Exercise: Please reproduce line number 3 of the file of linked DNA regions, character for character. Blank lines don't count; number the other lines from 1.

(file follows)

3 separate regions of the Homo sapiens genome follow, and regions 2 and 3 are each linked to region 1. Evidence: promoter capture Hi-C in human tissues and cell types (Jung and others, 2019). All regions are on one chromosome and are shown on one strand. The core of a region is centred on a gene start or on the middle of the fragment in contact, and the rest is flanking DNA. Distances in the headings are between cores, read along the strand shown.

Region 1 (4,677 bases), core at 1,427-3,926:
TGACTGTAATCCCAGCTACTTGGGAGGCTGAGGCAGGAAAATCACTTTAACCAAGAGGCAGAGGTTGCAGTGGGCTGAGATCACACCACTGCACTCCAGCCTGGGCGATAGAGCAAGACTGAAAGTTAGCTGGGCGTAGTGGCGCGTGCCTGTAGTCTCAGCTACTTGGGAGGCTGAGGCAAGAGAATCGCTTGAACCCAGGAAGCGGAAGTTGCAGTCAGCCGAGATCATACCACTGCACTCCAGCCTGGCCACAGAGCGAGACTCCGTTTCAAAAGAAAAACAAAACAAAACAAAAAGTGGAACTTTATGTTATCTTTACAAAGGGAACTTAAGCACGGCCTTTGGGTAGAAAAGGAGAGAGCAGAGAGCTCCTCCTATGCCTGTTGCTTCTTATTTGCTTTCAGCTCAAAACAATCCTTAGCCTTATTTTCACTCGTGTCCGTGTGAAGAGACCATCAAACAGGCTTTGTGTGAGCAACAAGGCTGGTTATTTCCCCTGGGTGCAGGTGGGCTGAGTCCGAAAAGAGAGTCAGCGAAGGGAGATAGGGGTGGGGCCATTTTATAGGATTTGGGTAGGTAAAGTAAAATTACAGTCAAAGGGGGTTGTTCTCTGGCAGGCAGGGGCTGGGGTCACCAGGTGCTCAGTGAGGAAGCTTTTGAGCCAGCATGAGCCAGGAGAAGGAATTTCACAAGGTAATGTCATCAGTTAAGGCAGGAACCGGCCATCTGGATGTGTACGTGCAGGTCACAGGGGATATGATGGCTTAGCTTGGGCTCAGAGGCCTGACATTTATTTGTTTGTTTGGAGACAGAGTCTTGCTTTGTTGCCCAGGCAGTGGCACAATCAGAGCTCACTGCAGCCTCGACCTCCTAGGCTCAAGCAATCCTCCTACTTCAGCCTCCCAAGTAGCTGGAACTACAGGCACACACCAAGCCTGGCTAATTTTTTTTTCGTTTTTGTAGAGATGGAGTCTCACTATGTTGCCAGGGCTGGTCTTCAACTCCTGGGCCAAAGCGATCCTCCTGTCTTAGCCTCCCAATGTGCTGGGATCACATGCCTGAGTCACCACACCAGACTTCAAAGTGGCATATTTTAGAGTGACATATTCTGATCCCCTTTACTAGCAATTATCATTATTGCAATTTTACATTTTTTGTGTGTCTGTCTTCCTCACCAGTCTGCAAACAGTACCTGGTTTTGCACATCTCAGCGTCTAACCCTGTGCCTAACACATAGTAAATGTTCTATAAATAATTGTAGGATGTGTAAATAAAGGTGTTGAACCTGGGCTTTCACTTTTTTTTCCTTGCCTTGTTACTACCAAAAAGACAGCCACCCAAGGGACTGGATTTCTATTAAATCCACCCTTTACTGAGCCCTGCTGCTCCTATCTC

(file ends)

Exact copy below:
TGACTGTAATCCCAGCTACTTGGGAGGCTGAGGCAGGAAAATCACTTTAACCAAGAGGCAGAGGTTGCAGTGGGCTGAGATCACACCACTGCACTCCAGCCTGGGCGATAGAGCAAGACTGAAAGTTAGCTGGGCGTAGTGGCGCGTGCCTGTAGTCTCAGCTACTTGGGAGGCTGAGGCAAGAGAATCGCTTGAACCCAGGAAGCGGAAGTTGCAGTCAGCCGAGATCATACCACTGCACTCCAGCCTGGCCACAGAGCGAGACTCCGTTTCAAAAGAAAAACAAAACAAAACAAAAAGTGGAACTTTATGTTATCTTTACAAAGGGAACTTAAGCACGGCCTTTGGGTAGAAAAGGAGAGAGCAGAGAGCTCCTCCTATGCCTGTTGCTTCTTATTTGCTTTCAGCTCAAAACAATCCTTAGCCTTATTTTCACTCGTGTCCGTGTGAAGAGACCATCAAACAGGCTTTGTGTGAGCAACAAGGCTGGTTATTTCCCCTGGGTGCAGGTGGGCTGAGTCCGAAAAGAGAGTCAGCGAAGGGAGATAGGGGTGGGGCCATTTTATAGGATTTGGGTAGGTAAAGTAAAATTACAGTCAAAGGGGGTTGTTCTCTGGCAGGCAGGGGCTGGGGTCACCAGGTGCTCAGTGAGGAAGCTTTTGAGCCAGCATGAGCCAGGAGAAGGAATTTCACAAGGTAATGTCATCAGTTAAGGCAGGAACCGGCCATCTGGATGTGTACGTGCAGGTCACAGGGGATATGATGGCTTAGCTTGGGCTCAGAGGCCTGACATTTATTTGTTTGTTTGGAGACAGAGTCTTGCTTTGTTGCCCAGGCAGTGGCACAATCAGAGCTCACTGCAGCCTCGACCTCCTAGGCTCAAGCAATCCTCCTACTTCAGCCTCCCAAGTAGCTGGAACTACAGGCACACACCAAGCCTGGCTAATTTTTTTTTCGTTTTTGTAGAGATGGAGTCTCACTATGTTGCCAGGGCTGGTCTTCAACTCCTGGGCCAAAGCGATCCTCCTGTCTTAGCCTCCCAATGTGCTGGGATCACATGCCTGAGTCACCACACCAGACTTCAAAGTGGCATATTTTAGAGTGACATATTCTGATCCCCTTTACTAGCAATTATCATTATTGCAATTTTACATTTTTTGTGTGTCTGTCTTCCTCACCAGTCTGCAAACAGTACCTGGTTTTGCACATCTCAGCGTCTAACCCTGTGCCTAACACATAGTAAATGTTCTATAAATAATTGTAGGATGTGTAAATAAAGGTGTTGAACCTGGGCTTTCACTTTTTTTTCCTTGCCTTGTTACTACCAAAAAGACAGCCACCCAAGGGACTGGATTTCTATTAAATCCACCCTTTACTGAGCCCTGCTGCTCCTATCTC